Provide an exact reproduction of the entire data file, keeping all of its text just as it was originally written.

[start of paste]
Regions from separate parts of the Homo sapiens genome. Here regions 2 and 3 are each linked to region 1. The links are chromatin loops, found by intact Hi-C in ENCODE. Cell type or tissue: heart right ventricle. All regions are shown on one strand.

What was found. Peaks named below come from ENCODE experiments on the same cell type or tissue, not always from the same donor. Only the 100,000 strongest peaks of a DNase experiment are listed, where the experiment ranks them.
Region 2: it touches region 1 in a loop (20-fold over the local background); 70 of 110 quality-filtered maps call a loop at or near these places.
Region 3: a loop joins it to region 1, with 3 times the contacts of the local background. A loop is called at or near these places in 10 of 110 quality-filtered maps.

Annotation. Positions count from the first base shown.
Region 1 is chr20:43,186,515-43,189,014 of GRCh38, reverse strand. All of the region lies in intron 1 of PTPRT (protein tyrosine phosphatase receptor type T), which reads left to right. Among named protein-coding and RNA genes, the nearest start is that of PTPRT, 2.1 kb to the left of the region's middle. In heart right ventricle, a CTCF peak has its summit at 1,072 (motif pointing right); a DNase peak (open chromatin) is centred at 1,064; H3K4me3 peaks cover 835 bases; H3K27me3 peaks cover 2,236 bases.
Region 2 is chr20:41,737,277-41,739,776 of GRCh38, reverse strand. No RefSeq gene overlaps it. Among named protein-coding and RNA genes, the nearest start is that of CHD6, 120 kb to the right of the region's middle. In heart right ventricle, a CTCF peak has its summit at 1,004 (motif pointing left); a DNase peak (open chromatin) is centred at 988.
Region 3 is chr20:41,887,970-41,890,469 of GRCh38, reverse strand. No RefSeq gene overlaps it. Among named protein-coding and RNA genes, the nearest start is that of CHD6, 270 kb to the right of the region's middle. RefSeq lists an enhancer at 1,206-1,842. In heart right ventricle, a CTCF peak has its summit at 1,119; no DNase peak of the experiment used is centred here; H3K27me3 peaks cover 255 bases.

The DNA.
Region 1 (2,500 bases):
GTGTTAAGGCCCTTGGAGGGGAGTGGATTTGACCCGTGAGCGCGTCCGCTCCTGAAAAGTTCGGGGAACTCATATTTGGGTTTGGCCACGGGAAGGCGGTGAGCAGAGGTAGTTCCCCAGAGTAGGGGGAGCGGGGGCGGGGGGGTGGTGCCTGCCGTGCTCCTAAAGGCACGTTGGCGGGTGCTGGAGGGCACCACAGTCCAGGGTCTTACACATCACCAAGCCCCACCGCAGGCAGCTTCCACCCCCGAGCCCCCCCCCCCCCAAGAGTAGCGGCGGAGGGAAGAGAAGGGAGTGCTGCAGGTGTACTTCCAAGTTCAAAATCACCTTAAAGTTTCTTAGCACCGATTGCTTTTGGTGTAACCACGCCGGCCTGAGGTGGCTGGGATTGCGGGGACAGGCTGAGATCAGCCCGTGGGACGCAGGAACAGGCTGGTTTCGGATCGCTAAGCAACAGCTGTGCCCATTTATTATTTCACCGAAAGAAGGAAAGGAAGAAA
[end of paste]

Regions from separate parts of the Homo sapiens genome. Here regions 2 and 3 are each linked to region 1. The links are chromatin loops, found by intact Hi-C in ENCODE. Cell type or tissue: heart right ventricle. All regions are shown on one strand.

What was found. Peaks named below come from ENCODE experiments on the same cell type or tissue, not always from the same donor. Only the 100,000 strongest peaks of a DNase experiment are listed, where the experiment ranks them.
Region 2: it touches region 1 in a loop (20-fold over the local background); 70 of 110 quality-filtered maps call a loop at or near these places.
Region 3: a loop joins it to region 1, with 3 times the contacts of the local background. A loop is called at or near these places in 10 of 110 quality-filtered maps.

Annotation. Positions count from the first base shown.
Region 1 is chr20:43,186,515-43,189,014 of GRCh38, reverse strand. All of the region lies in intron 1 of PTPRT (protein tyrosine phosphatase receptor type T), which reads left to right. Among named protein-coding and RNA genes, the nearest start is that of PTPRT, 2.1 kb to the left of the region's middle. In heart right ventricle, a CTCF peak has its summit at 1,072 (motif pointing right); a DNase peak (open chromatin) is centred at 1,064; H3K4me3 peaks cover 835 bases; H3K27me3 peaks cover 2,236 bases.
Region 2 is chr20:41,737,277-41,739,776 of GRCh38, reverse strand. No RefSeq gene overlaps it. Among named protein-coding and RNA genes, the nearest start is that of CHD6, 120 kb to the right of the region's middle. In heart right ventricle, a CTCF peak has its summit at 1,004 (motif pointing left); a DNase peak (open chromatin) is centred at 988.
Region 3 is chr20:41,887,970-41,890,469 of GRCh38, reverse strand. No RefSeq gene overlaps it. Among named protein-coding and RNA genes, the nearest start is that of CHD6, 270 kb to the right of the region's middle. RefSeq lists an enhancer at 1,206-1,842. In heart right ventricle, a CTCF peak has its summit at 1,119; no DNase peak of the experiment used is centred here; H3K27me3 peaks cover 255 bases.

The DNA.
Region 1 (2,500 bases):
GTGTTAAGGCCCTTGGAGGGGAGTGGATTTGACCCGTGAGCGCGTCCGCTCCTGAAAAGTTCGGGGAACTCATATTTGGGTTTGGCCACGGGAAGGCGGTGAGCAGAGGTAGTTCCCCAGAGTAGGGGGAGCGGGGGCGGGGGGGTGGTGCCTGCCGTGCTCCTAAAGGCACGTTGGCGGGTGCTGGAGGGCACCACAGTCCAGGGTCTTACACATCACCAAGCCCCACCGCAGGCAGCTTCCACCCCCGAGCCCCCCCCCCCCCAAGAGTAGCGGCGGAGGGAAGAGAAGGGAGTGCTGCAGGTGTACTTCCAAGTTCAAAATCACCTTAAAGTTTCTTAGCACCGATTGCTTTTGGTGTAACCACGCCGGCCTGAGGTGGCTGGGATTGCGGGGACAGGCTGAGATCAGCCCGTGGGACGCAGGAACAGGCTGGTTTCGGATCGCTAAGCAACAGCTGTGCCCATTTATTATTTCACCGAAAGAAGGAAAGGAAGAAA